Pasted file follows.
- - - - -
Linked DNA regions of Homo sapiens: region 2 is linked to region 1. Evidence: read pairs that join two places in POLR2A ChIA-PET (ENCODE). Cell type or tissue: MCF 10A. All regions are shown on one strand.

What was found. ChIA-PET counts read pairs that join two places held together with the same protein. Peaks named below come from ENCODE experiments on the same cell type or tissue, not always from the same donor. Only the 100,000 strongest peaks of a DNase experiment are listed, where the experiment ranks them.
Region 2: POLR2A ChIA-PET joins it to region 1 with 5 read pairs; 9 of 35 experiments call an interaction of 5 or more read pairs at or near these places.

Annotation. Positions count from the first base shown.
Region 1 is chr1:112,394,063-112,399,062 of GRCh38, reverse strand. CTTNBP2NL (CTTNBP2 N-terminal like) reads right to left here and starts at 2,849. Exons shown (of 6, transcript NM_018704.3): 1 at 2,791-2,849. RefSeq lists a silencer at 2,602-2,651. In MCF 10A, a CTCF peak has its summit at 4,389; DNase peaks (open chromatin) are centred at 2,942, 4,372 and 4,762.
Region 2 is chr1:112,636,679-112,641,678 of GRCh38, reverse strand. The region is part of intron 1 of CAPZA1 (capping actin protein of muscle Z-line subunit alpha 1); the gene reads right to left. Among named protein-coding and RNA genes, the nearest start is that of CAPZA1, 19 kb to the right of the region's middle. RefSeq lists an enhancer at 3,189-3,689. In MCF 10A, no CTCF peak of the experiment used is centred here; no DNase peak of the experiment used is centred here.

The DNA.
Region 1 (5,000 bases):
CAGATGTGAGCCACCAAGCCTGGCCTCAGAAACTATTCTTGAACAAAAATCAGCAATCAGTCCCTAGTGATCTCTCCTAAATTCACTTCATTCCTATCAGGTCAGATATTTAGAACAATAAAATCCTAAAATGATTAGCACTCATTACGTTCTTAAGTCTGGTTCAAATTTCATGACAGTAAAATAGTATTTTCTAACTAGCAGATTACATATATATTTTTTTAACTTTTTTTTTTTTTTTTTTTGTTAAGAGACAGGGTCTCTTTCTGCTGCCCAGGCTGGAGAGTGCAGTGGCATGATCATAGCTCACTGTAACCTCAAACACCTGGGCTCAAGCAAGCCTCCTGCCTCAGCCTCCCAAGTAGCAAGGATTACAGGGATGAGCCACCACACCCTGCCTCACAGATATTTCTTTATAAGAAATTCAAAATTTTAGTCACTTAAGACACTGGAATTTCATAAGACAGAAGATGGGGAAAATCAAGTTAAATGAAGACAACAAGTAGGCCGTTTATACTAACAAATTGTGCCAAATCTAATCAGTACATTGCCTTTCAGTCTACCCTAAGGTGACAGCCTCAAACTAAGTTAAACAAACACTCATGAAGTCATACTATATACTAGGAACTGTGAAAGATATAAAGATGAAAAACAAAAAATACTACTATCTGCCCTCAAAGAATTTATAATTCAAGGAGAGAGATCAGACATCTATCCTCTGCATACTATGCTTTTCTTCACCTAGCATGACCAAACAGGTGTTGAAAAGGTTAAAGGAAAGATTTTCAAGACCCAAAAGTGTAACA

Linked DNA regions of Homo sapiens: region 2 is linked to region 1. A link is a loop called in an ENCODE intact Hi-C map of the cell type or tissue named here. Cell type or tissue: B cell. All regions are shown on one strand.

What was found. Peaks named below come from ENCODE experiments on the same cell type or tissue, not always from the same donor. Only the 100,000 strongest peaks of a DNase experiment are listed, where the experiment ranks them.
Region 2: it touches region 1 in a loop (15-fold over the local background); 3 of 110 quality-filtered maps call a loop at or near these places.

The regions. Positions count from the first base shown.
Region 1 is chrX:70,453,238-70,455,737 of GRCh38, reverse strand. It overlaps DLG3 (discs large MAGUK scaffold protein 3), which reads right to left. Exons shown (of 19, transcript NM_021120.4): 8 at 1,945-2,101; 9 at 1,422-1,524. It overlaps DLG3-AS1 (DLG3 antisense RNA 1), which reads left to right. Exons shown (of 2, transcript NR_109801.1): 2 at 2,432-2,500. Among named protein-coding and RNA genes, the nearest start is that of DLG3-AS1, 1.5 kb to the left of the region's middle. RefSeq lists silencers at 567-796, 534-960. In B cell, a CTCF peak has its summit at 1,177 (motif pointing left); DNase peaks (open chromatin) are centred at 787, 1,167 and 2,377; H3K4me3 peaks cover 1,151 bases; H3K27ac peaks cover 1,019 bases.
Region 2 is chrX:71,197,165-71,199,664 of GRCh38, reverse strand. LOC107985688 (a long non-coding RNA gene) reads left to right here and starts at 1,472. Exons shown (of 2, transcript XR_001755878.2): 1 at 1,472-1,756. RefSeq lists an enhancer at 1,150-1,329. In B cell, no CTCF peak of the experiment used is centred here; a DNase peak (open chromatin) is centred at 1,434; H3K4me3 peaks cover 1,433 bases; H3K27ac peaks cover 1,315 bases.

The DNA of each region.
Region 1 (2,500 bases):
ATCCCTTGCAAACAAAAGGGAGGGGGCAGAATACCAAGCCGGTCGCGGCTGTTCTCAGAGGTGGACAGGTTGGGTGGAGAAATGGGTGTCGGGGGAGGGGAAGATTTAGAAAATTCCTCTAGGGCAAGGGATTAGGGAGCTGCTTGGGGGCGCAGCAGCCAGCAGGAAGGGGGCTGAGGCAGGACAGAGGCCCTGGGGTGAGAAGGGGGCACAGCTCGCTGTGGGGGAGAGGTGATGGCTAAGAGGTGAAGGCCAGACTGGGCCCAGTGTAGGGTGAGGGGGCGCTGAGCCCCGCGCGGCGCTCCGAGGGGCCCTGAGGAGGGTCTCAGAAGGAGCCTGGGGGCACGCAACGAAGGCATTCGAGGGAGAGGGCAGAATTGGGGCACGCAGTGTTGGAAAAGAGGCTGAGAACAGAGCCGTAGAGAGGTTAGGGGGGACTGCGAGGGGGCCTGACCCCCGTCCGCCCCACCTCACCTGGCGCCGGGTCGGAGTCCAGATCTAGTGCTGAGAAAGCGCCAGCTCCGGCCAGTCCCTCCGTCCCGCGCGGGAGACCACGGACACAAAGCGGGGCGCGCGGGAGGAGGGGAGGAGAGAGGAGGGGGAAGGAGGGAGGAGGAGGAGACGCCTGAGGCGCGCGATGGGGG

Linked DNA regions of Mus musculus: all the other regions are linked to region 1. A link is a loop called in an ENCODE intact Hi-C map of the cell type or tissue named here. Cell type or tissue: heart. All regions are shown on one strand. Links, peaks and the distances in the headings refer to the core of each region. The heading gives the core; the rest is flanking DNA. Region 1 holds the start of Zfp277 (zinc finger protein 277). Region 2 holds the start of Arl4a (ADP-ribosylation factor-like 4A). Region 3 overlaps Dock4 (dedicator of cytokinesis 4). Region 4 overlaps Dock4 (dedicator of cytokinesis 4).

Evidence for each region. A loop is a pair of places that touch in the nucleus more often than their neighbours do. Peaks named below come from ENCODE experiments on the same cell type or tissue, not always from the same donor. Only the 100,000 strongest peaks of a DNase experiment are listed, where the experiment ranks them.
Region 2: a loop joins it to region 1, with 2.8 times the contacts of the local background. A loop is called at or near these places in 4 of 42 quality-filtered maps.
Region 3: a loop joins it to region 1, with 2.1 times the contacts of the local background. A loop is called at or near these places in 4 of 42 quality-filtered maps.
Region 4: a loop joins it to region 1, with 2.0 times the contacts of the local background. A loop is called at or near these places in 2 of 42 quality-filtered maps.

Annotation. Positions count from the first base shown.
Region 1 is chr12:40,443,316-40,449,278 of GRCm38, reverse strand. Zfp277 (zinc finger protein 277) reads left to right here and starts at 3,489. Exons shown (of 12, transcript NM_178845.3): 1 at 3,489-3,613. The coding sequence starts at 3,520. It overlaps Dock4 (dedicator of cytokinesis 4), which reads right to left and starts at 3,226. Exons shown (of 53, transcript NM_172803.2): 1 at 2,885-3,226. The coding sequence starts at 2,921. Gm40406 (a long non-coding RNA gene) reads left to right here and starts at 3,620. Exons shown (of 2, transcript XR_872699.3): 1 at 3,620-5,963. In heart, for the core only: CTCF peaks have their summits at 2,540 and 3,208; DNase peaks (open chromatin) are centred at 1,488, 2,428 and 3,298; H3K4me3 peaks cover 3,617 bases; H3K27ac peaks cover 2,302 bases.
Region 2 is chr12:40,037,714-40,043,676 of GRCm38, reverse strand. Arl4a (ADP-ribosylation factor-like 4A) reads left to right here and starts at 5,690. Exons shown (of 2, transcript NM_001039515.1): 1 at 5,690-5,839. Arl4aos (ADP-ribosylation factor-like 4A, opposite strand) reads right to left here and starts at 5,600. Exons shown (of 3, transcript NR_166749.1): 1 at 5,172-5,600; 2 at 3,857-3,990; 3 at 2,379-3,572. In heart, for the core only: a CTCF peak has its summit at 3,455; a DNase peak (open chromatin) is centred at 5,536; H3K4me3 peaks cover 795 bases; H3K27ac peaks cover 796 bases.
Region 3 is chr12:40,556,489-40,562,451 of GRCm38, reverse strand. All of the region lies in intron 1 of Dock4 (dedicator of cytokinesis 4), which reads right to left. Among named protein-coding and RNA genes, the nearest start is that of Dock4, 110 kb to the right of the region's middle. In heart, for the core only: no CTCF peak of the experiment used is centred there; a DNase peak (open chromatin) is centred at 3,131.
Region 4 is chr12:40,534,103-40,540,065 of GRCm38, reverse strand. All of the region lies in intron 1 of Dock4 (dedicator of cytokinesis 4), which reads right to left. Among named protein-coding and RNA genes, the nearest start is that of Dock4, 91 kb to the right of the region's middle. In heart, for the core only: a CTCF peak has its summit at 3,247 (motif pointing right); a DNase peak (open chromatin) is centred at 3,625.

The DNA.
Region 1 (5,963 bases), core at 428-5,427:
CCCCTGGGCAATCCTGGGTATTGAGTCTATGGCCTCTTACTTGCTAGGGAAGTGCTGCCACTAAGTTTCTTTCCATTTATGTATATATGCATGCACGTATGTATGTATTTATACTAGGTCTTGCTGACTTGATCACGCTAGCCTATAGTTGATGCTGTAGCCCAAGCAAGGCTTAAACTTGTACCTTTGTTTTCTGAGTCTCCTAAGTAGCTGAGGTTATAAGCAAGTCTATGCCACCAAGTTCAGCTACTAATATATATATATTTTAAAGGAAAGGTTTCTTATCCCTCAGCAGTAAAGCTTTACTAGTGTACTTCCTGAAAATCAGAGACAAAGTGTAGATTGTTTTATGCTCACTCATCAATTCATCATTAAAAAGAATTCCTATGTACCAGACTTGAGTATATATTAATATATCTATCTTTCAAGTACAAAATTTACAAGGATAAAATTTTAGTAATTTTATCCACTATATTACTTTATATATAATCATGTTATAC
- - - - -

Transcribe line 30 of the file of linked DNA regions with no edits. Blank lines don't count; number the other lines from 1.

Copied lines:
Region 1 (5,963 bases), core at 428-5,427: